ANCHORAGE - U.S. Sen. Ted Stevens, with a few sentences tucked into a spending bill, is moving to end federal funding for Alaska tribal courts and tribal police officers.
Instead, several million dollars in Department of Justice grants would be diverted to the state to pay for state court magistrates and Alaska's Village Public Safety Officer program.
Stevens, chairman of the Senate Appropriations Committee, explained the shift as a matter of efficiency. There is not enough money for each of Alaska's 227 federally recognized tribes to have its own court system and police force, says a committee report explaining the provision in the spending bill the panel passed last week.
"Therefore, the committee has included a general provision in the bill clarifying that funds should not be made available to tribes in Alaska for courts or police until a more efficient delivery system can be developed, such as consolidation," the report said.
Tribal advocates say Stevens is trying to impose one of his long-held views - that the federal government should fund regional groups to provide service in rural Alaska rather than individual Alaska tribes.
"It's very much an attack on the tribal community. The tribal community is in shock," said Heather Kendall-Miller, an attorney in the Anchorage office of the Native American Rights Fund.
Stevens' move raises long-simmering questions about the role of tribal courts and police in Alaska.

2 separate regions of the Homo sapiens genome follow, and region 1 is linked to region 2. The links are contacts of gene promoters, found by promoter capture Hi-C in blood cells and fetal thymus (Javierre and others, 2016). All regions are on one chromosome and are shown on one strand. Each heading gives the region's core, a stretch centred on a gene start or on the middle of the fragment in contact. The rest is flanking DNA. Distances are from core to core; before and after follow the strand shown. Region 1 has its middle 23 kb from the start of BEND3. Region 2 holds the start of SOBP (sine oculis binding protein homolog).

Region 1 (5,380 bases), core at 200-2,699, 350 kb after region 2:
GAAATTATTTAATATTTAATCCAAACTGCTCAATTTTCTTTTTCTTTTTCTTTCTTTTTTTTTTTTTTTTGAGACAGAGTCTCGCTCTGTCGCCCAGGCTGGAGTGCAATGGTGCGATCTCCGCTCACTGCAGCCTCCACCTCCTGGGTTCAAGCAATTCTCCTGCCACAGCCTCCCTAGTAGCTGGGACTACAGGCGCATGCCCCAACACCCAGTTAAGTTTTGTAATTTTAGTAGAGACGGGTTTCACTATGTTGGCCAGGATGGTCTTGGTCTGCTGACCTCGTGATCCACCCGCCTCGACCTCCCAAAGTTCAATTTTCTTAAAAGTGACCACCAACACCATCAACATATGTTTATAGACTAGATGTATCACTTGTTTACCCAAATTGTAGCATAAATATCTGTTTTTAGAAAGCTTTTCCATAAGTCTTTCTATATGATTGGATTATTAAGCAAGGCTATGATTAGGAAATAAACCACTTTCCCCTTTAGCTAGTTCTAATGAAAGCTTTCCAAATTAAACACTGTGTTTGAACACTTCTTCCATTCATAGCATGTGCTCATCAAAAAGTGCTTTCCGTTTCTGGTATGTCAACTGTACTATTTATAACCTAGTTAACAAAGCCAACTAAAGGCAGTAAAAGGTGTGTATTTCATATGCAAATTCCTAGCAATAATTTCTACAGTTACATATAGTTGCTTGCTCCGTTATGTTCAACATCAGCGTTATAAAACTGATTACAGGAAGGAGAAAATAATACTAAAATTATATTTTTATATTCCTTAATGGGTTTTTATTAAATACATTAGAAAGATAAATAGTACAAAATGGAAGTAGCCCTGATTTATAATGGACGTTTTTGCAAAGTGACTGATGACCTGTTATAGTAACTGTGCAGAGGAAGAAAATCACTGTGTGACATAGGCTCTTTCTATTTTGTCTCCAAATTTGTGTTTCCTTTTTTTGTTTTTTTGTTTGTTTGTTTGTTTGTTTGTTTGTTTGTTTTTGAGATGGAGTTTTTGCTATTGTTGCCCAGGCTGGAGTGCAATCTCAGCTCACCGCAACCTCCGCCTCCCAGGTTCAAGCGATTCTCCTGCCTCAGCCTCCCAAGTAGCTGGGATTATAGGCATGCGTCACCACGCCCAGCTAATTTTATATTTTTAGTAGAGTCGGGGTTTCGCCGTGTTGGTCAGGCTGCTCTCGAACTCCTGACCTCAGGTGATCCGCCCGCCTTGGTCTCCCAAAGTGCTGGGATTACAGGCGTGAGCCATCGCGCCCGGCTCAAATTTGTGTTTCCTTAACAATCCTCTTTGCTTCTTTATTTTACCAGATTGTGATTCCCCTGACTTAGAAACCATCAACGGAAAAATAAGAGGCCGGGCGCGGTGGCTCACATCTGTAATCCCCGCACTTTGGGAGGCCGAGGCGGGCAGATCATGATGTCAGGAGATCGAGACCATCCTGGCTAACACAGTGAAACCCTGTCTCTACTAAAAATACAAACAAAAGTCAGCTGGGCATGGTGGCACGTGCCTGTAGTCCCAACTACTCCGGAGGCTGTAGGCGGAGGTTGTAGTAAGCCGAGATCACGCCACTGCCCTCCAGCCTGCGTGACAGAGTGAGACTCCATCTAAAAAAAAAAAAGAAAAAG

Alaska tribes do not have the same "Indian Country" powers that Lower 48 tribes have to enforce laws within certain geographic areas. But Alaska tribal courts do have the power to decide custody and adoption cases, and they have asserted their jurisdiction on a range of other matters.
State Attorney General Gregg Renkes said Alaska tribal police should not have been receiving federal law enforcement grants at all.
"There's no such thing. There shouldn't be tribal law enforcement in Alaska. There's no jurisdiction," he said.
Kendall-Miller said many of the grants under the federal Community Oriented Policing Services do not require criminal jurisdiction.
"Issues related to domestic violence and public safety are often civil in nature," Kendall-Miller said. "This is not an issue of state jurisdiction versus tribal jurisdiction. It is an issue of maximizing scarce resources to provide a level of public safety in village Alaska."
Nobody knows how many tribes have courts, said Donna Goldsmith of the Alaska Inter-Tribal Council, which has sponsored training for tribal courts. "Not every community wants one or has one," she said.
The courts cover a broad spectrum, Goldsmith said. Some are formal and are similar to state courts; others are rooted in the traditional judicial systems that tribes have used for generations, such as sentencing circles. Judges might be a panel of elders, a single person selected by the tribe or the full tribal council, Goldsmith said. Tribal courts in Alaska generally deal with minor offenses and family issues.
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